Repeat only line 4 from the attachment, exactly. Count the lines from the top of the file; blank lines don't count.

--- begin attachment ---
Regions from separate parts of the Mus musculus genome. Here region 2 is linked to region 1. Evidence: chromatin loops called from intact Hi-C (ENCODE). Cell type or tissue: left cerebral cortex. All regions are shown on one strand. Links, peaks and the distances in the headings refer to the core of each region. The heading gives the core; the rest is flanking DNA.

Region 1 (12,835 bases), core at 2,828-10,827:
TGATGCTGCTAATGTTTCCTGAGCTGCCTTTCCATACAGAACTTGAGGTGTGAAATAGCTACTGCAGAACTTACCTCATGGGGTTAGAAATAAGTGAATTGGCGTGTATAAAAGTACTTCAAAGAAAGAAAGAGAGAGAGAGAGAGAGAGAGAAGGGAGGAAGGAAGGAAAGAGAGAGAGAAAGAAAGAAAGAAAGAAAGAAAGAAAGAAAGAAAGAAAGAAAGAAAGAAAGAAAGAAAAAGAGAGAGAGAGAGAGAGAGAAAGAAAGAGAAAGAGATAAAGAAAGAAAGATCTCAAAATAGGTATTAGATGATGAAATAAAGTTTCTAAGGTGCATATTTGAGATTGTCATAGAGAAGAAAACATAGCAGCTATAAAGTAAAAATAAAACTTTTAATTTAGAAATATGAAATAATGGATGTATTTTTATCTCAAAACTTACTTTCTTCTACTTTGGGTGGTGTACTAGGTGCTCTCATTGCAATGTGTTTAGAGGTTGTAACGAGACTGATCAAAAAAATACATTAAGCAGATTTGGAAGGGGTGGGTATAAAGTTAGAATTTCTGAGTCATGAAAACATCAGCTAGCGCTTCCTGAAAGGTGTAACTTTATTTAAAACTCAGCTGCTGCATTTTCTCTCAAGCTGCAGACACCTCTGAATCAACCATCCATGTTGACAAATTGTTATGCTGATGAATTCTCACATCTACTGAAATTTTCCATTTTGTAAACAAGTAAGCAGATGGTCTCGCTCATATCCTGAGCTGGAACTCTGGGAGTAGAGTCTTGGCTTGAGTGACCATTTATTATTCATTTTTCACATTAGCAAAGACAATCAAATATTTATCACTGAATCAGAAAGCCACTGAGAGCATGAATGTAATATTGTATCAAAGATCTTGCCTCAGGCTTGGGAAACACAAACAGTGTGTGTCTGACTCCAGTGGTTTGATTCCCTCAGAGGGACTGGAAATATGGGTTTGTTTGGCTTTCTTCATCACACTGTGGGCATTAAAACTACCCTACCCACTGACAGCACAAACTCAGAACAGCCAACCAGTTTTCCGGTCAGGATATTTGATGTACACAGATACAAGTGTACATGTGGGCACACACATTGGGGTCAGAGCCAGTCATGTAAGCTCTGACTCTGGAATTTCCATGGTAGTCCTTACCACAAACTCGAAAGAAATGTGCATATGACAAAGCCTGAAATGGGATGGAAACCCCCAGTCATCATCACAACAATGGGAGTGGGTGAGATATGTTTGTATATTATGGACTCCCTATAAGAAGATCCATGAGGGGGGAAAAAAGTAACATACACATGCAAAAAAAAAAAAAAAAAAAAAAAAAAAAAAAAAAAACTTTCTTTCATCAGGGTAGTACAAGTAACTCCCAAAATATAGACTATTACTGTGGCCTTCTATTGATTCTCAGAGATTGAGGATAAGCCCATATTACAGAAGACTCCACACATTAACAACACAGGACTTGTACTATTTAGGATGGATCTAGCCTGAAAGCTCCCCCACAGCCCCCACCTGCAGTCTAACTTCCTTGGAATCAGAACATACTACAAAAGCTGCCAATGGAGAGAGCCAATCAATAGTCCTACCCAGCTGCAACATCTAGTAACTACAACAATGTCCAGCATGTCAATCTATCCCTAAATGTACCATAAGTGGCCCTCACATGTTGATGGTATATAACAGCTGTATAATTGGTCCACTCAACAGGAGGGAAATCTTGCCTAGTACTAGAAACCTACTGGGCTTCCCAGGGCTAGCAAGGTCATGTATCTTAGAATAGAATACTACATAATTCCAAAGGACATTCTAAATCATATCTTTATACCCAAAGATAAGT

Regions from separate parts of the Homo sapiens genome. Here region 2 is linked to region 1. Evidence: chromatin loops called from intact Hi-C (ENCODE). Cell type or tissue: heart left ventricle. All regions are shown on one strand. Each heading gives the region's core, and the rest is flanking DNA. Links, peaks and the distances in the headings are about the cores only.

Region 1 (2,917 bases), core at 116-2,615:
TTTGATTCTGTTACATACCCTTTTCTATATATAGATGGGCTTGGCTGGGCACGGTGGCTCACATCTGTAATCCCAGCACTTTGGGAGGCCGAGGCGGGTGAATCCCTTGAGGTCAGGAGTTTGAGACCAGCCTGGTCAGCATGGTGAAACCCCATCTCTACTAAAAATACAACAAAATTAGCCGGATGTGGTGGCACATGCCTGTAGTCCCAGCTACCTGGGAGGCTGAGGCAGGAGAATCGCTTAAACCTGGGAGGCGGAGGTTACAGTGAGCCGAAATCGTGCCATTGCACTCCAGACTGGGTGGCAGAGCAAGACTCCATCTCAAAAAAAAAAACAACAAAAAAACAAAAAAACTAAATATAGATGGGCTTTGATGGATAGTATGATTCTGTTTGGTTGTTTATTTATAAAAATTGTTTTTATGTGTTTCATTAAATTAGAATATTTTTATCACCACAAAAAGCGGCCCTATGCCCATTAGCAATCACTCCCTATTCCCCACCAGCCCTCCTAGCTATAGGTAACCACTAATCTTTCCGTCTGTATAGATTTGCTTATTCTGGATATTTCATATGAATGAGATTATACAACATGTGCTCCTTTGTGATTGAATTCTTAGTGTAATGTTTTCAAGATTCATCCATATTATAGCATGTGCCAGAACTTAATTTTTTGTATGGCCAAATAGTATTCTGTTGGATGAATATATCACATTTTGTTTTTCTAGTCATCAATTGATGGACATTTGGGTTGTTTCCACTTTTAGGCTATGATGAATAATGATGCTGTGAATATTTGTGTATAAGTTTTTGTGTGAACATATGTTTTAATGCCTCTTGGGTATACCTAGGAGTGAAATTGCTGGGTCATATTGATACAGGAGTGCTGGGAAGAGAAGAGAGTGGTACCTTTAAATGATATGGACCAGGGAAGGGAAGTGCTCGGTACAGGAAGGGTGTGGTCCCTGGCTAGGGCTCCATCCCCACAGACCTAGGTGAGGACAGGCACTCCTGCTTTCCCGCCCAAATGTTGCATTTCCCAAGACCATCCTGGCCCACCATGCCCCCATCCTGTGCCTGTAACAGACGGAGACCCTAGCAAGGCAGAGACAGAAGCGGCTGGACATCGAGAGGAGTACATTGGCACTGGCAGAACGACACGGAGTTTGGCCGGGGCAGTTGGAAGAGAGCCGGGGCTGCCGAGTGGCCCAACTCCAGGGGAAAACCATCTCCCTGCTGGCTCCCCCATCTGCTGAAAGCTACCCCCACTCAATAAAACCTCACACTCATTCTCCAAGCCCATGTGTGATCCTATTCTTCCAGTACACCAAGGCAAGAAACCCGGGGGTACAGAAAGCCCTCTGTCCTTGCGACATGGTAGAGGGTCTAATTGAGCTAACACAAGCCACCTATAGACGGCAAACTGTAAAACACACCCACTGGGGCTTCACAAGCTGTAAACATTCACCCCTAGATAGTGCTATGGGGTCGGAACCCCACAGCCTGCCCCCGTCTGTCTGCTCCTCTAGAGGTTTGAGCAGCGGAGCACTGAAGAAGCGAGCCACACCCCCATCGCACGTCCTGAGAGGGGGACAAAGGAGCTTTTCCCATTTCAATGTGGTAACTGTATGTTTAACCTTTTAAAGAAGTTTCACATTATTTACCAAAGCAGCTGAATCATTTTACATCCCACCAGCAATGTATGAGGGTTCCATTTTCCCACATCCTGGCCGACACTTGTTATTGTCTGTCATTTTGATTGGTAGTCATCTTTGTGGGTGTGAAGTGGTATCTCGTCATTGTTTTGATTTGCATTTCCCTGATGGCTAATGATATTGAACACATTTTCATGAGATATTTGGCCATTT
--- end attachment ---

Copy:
Regions from separate parts of the Homo sapiens genome. Here region 2 is linked to region 1. Evidence: chromatin loops called from intact Hi-C (ENCODE). Cell type or tissue: heart left ventricle. All regions are shown on one strand. Each heading gives the region's core, and the rest is flanking DNA. Links, peaks and the distances in the headings are about the cores only.